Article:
- I will then use these models and software to determine the conditions so that the probability distribution of the data can be approximated as multivariate normal.
- Next, I will show how to use the Cramèr-Rao lower bound (CRLB) to compute the A-vector covariance with pileup data. I will use this to show that we can, under some conditions, use the constant covariance approximation to the CRLB with pileup data just as we can with non-pileup data as shown in this post.
- Finally, I will apply these results to compute the reduction of SNR as pileup increases.

In this post, I will use the Matlab function discussed in the previous post to compute random samples of recorded photon counts (N) and total energy (Q) data. These are data from an NQ detector with pileup. I will use these data to validate the formula for the covariance derived in Appendix C of the SNR paper. I will present Matlab code to reproduce Fig. 9 of the paper, which shows the covariance and the correlation of the data as a function of the dead time. I will also use the same data to validate the formulas for the expected value and variance of the recorded counts and the total energy as a function of dead time. These formulas are described in Section 2.E of the paper.

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Dec 15 2014

In the next posts, I will discuss my paper “Signal to noise ratio of energy selective x-ray photon counting systems with pileup”, which is available for free download here. The paper uses an idealized model to derive limits on the effects of pileup on the SNR of A-vector data. There have been many papers (see, for example Overdick et al.[4] Taguchi et al.[3], and Taguchi and Iwanczyk [6]) that use more or less realistic models of photon counting detectors to predict the quality of images computed from their data. These models are necessarily complex since state of the art is relatively primitive compared with the extreme count rate requirements in diagnostic imaging. The complexity of detailed models makes it hard to generalize from the results. Moreover, as research continues, the properties of the detectors will improve and their response will approach an idealized limit. This is the case with the energy integrating detectors used in state of the art medical imaging systems whose noise levels have been reduced so that the principal source of noise is the fundamental quantum noise that is present in all measurements with x-ray photons.

In this post, I will describe the rationale for an idealized model of photon counting detectors with pulse height analysis with pileup and illustrate it with the random data it generates. The following posts will show how the model can be applied to compute the SNR of systems with pileup and to compare the SNR to the full spectrum optimal value. The model will be used to determine the allowable response time so that the reduction in SNR due to pileup is small.

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Dec 26 2013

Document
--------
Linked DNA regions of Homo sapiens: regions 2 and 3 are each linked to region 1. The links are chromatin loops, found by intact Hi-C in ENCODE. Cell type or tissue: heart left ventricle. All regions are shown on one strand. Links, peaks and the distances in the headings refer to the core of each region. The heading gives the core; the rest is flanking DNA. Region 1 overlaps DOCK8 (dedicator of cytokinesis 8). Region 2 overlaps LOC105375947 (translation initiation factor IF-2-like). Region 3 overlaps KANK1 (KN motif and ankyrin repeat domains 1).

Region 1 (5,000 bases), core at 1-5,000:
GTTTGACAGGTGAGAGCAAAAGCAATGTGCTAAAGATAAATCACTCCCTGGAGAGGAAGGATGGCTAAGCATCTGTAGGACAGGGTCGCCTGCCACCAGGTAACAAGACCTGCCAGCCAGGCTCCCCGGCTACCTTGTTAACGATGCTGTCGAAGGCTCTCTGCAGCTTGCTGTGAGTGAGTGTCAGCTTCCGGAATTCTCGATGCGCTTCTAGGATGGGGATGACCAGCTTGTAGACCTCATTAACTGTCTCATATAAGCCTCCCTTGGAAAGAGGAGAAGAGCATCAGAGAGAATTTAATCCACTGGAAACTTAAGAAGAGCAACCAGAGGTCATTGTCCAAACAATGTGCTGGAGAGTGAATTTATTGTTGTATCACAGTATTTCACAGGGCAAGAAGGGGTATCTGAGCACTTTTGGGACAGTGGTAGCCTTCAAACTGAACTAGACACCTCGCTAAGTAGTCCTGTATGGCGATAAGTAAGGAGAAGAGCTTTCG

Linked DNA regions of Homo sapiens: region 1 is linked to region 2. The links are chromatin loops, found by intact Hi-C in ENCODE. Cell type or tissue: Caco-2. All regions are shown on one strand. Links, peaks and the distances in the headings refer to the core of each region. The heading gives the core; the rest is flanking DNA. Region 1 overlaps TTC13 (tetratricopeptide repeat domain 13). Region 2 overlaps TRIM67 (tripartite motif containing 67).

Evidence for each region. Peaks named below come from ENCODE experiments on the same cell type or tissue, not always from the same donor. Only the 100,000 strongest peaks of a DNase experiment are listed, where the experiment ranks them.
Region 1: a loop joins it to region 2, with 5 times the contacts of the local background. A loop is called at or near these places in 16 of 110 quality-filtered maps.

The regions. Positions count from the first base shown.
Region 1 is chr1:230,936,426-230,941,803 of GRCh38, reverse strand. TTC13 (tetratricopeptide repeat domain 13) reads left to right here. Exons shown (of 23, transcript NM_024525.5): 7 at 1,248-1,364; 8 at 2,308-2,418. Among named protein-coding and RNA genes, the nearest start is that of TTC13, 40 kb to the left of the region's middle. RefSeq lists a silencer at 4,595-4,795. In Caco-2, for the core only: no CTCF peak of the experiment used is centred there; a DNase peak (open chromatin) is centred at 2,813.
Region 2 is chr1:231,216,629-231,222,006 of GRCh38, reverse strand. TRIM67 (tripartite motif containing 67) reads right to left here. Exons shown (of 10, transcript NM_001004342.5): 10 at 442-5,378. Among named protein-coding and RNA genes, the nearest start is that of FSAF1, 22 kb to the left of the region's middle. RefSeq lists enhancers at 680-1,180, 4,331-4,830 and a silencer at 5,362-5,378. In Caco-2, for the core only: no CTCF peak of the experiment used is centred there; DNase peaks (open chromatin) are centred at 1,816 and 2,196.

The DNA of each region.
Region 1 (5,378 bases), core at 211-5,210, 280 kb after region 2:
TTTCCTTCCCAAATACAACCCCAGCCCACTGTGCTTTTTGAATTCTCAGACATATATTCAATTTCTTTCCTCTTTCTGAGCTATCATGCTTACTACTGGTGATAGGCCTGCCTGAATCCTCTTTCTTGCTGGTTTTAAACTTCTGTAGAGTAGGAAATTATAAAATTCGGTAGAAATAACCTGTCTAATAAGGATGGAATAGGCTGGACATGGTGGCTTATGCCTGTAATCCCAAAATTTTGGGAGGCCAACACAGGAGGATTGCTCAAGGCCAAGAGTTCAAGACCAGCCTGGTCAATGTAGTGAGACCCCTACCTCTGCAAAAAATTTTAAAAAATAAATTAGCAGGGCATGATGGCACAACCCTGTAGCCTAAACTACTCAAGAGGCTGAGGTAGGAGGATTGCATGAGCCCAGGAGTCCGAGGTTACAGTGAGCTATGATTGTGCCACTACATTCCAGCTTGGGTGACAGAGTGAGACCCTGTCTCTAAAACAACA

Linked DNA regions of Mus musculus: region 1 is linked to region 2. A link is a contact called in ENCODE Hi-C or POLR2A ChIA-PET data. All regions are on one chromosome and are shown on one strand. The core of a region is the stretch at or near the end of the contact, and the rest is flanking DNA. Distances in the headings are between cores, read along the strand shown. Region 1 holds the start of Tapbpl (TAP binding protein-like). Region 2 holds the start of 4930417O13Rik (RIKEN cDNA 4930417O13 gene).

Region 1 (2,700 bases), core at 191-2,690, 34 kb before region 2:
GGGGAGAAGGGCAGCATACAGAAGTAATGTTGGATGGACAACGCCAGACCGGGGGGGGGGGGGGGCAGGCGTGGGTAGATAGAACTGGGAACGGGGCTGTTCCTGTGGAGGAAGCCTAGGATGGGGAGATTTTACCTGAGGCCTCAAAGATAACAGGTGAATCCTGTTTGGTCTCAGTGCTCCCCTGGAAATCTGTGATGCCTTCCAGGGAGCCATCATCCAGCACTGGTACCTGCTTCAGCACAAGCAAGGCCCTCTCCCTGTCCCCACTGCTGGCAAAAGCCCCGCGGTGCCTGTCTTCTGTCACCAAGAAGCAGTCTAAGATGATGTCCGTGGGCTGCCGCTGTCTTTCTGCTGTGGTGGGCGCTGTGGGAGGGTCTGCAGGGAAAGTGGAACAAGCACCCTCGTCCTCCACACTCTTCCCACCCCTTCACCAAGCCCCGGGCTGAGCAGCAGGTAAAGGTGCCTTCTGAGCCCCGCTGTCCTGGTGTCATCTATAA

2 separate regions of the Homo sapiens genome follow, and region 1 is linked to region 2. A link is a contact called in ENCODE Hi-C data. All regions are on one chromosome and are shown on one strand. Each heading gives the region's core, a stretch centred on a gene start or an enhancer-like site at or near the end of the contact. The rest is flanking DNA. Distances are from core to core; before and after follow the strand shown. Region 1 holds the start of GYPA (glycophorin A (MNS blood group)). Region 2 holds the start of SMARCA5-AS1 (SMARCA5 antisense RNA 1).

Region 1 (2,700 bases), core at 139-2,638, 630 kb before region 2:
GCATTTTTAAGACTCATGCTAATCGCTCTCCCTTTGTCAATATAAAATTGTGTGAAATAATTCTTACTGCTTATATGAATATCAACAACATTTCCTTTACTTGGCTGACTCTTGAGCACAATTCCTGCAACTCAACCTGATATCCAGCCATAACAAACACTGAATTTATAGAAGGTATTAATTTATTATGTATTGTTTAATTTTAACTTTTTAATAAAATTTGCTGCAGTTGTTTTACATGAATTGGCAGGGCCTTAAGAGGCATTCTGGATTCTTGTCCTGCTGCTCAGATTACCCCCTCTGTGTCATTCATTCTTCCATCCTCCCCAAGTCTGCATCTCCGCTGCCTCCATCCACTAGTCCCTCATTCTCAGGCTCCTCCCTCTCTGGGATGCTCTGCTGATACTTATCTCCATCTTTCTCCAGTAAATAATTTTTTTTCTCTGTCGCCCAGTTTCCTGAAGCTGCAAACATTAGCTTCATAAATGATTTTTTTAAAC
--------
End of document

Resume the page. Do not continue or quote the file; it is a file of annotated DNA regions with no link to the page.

You may ask, what is the fundamental advantage of the new estimator? Yes, it is faster than the iterative method but so what? With Moore’s law, we can just throw silicon at the problem by doing the processing in parallel. I have two responses. The first is that not only is the iterative estimator slow but it also takes a random time to complete the calculation. This is a substantial problem since CT scanners are real-time systems. The calculations have to be done in a fixed time or the data are lost. The gantry cannot be stopped to wait for a long iteration to complete!

The second problem is that, as it has been implemented in the research literature, the iterative estimator requires measurement of the x-ray tube spectrum and the detector energy response to compute the likelihood for a given measurement. These are difficult measurements that cannot be done at most medical institutions. Because of drift of the system components, the measurements have to be done periodically to assure accurate results. There may be a way to implement an iterative estimator with simpler measurements but I am not aware of it.

In this post, I will show how the parameters required for the new estimator can be determined from measurements on a phantom placed in the system. This could be done easily by personnel at medical institutions and is similar to quality assurance measurements now done routinely on other medical systems.

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Oct 30 2013

The past two posts have discussed estimators for A-vector data. I showed that with the same number of measurement spectra as the A-vector dimension, any estimator that solves the deterministic equations is the maximum likelihood estimator (MLE) and it will achieve the Cramèr-Rao lower bound (CRLB). If there are more measurement spectra than the dimension, then the polynomial estimator, which works well for the equal case, has very poor performance giving a variance that can be several hundred times larger than the CRLB. I showed by simulations that with more measurements than dimension the iterative MLE does give a variance close to the CRLB but it has substantial problems. Common to all iterative algorithms, the computation time is long and random. It may fail to converge at all if the initial estimate is too far from the actual value. As it was implemented by Schlomka et al.[2], it also requires measurements of the x-ray source spectrum and the detector spectral response. These are difficult, time consuming and require laboratory equipment that is not usually available in medical institutions.

In this post, I will give an intuitive explanation for the operation of a new estimator that I introduced in my paper[1] “Estimator for photon counting energy selective x-ray imaging with multi-bin pulse height analysis,” which is available for free download here. The estimator is efficient and can be implemented with data that can be measured at medical institutions. The details of the estimator are described in the paper. Here, I will discuss the background and give a rationale on how it works.